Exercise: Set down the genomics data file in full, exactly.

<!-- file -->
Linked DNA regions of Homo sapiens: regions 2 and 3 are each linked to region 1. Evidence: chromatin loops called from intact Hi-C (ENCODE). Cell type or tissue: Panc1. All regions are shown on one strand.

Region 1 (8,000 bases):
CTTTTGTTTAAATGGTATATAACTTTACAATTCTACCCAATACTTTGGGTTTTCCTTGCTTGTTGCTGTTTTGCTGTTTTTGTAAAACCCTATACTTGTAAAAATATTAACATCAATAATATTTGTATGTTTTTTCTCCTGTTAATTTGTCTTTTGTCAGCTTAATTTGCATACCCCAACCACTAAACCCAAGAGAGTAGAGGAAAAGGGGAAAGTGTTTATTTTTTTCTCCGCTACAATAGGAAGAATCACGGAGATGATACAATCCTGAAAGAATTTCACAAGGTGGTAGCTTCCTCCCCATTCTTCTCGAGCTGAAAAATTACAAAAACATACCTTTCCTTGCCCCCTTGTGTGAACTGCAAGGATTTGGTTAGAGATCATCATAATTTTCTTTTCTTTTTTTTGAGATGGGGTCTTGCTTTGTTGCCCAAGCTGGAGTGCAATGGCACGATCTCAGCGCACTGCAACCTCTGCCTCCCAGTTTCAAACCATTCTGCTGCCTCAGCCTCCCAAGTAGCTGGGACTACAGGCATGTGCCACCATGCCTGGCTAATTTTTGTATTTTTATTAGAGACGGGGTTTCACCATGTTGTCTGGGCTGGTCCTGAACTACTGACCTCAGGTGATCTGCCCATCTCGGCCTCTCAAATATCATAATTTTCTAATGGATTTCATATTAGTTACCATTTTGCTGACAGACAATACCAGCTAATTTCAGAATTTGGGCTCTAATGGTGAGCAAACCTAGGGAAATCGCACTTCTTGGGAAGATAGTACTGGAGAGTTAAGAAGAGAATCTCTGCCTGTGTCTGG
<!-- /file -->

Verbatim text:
Linked DNA regions of Homo sapiens: regions 2 and 3 are each linked to region 1. Evidence: chromatin loops called from intact Hi-C (ENCODE). Cell type or tissue: Panc1. All regions are shown on one strand.

Region 1 (8,000 bases):
CTTTTGTTTAAATGGTATATAACTTTACAATTCTACCCAATACTTTGGGTTTTCCTTGCTTGTTGCTGTTTTGCTGTTTTTGTAAAACCCTATACTTGTAAAAATATTAACATCAATAATATTTGTATGTTTTTTCTCCTGTTAATTTGTCTTTTGTCAGCTTAATTTGCATACCCCAACCACTAAACCCAAGAGAGTAGAGGAAAAGGGGAAAGTGTTTATTTTTTTCTCCGCTACAATAGGAAGAATCACGGAGATGATACAATCCTGAAAGAATTTCACAAGGTGGTAGCTTCCTCCCCATTCTTCTCGAGCTGAAAAATTACAAAAACATACCTTTCCTTGCCCCCTTGTGTGAACTGCAAGGATTTGGTTAGAGATCATCATAATTTTCTTTTCTTTTTTTTGAGATGGGGTCTTGCTTTGTTGCCCAAGCTGGAGTGCAATGGCACGATCTCAGCGCACTGCAACCTCTGCCTCCCAGTTTCAAACCATTCTGCTGCCTCAGCCTCCCAAGTAGCTGGGACTACAGGCATGTGCCACCATGCCTGGCTAATTTTTGTATTTTTATTAGAGACGGGGTTTCACCATGTTGTCTGGGCTGGTCCTGAACTACTGACCTCAGGTGATCTGCCCATCTCGGCCTCTCAAATATCATAATTTTCTAATGGATTTCATATTAGTTACCATTTTGCTGACAGACAATACCAGCTAATTTCAGAATTTGGGCTCTAATGGTGAGCAAACCTAGGGAAATCGCACTTCTTGGGAAGATAGTACTGGAGAGTTAAGAAGAGAATCTCTGCCTGTGTCTGG